Garden And Gardener

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Allotment waiting lists

by Diane - January 22nd, 2013.
Filed under: allotment.

Allotment waiting lists

What happens when you run out of people on your waiting list.

One of two things could have happened:
Your local authority has ploughed up 30 acres of land every year for the last year and everyone who might ever want an allotment has not got one.
The bad weather in 2012 has put people off the idea of being outside with a spade.

You need to work on your waiting list to build it up so that you always have someone on the list ready to take over a plot.

Some people get off put when they see the state of the plots they are offered.
What can an allotment group do to help? They could strim, clear and get the plot ready for planting. But if someone is unwilling or unable to do this clearing work themselves then they might not be suitable for an allotment.
Some sites might offer to help newbies get started.

Some people don’t like the cold weather, the wind, the rain, the snow, actually they don’t like being outdoors yet. They’ve just not realised. This sort of person lurks on the waiting list confident that they will be too old and infirm by the time they get offered an allotment.

If you have people who don’t want to take on a full plot then divide up a plot. Getting several people on to a plot is one way of dealing with the issue of the hard work. You might find people drop off after doing a bit, but that others might be keen to take on more plot!

Some people will be so eager they’ll come down to the site at every opportunity and ask to look at vacant plots. Whilst some on the committee will think these are a nuisance, I don’t! I think this level of enthusiasm is what is needed and is essential if they’re to tackle a bad allotment plot.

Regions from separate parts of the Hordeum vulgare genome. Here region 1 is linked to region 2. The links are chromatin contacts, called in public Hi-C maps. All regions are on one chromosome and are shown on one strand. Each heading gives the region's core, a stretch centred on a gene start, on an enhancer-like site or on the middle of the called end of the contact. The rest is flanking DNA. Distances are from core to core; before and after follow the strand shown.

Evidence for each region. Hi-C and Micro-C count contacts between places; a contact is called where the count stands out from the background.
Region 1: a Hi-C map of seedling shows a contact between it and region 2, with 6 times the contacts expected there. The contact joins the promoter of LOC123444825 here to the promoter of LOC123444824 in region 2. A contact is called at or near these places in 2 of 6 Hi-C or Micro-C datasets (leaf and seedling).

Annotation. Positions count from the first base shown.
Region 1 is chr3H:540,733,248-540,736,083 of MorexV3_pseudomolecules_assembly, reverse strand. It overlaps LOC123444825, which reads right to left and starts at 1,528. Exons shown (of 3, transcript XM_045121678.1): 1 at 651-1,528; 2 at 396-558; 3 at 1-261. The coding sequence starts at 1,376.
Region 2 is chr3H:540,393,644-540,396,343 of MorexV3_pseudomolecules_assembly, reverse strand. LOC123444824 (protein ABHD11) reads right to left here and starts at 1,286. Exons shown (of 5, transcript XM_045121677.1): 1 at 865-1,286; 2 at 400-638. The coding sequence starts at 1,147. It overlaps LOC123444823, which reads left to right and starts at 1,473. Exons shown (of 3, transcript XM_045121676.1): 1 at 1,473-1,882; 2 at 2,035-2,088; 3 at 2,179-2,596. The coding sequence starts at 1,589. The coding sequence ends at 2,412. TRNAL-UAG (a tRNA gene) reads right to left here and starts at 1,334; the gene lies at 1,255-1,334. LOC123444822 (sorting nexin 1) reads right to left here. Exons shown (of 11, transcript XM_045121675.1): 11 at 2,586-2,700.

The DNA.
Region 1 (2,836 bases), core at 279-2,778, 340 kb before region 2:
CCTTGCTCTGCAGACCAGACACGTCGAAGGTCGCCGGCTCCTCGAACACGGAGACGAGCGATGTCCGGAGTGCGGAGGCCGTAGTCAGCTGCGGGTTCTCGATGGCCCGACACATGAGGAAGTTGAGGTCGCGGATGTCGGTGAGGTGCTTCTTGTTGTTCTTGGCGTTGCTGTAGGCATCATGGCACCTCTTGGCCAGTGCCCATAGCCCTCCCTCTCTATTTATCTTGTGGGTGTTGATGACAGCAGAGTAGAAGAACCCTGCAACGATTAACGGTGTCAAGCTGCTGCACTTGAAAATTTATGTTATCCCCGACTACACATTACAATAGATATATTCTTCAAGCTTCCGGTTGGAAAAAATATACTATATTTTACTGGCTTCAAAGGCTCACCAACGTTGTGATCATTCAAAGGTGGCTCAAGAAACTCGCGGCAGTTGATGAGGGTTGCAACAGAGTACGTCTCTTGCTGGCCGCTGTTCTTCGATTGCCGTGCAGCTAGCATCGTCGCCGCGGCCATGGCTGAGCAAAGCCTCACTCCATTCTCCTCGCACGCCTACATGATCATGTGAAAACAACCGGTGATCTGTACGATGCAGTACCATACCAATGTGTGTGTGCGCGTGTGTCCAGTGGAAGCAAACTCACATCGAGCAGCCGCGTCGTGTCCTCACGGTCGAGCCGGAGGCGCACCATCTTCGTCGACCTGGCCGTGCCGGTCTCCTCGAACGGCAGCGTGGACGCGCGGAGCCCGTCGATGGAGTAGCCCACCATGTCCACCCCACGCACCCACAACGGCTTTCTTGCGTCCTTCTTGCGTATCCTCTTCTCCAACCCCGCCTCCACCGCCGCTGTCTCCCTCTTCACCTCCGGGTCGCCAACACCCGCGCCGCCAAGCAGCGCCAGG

Increasing the waiting list
Advertise on your local supermarket notice board. This worked for our site. It is free to advertise too, you just write out a little card and it goes on the board for a week. Keep adding the card until you’ve got some people on the list.

Ask the local press or radio station if they’d like to do a story about empty plots and no one on the waiting list.

Ask at other local allotments for people on their waiting list. Share lists. If they have lots then it might be just because it’s a better known allotment site.

Ask the council to make sure they add your site to their lists so that when people enquire with them they’ll know.

Do a leaflet drop on the streets near your allotment. This can be a great way to ask for old paving slabs and water barrels too – combine it with a reminder about who they have to see to go on the waiting list.

Speak to your local councillors to see if they know anyone interested. They can add their contacts to advertise your site too!

Use facebook to find new people interested in allotmenting.

You could consider asking local guide or scout groups if they’d like to have a plot – but bear in mind extra children on site will cause upset amongst those who like peace and quiet, and may cause problems if they are not supervised properly. It will also impact on your own site’s liability insurance so check with them first about the financial impact.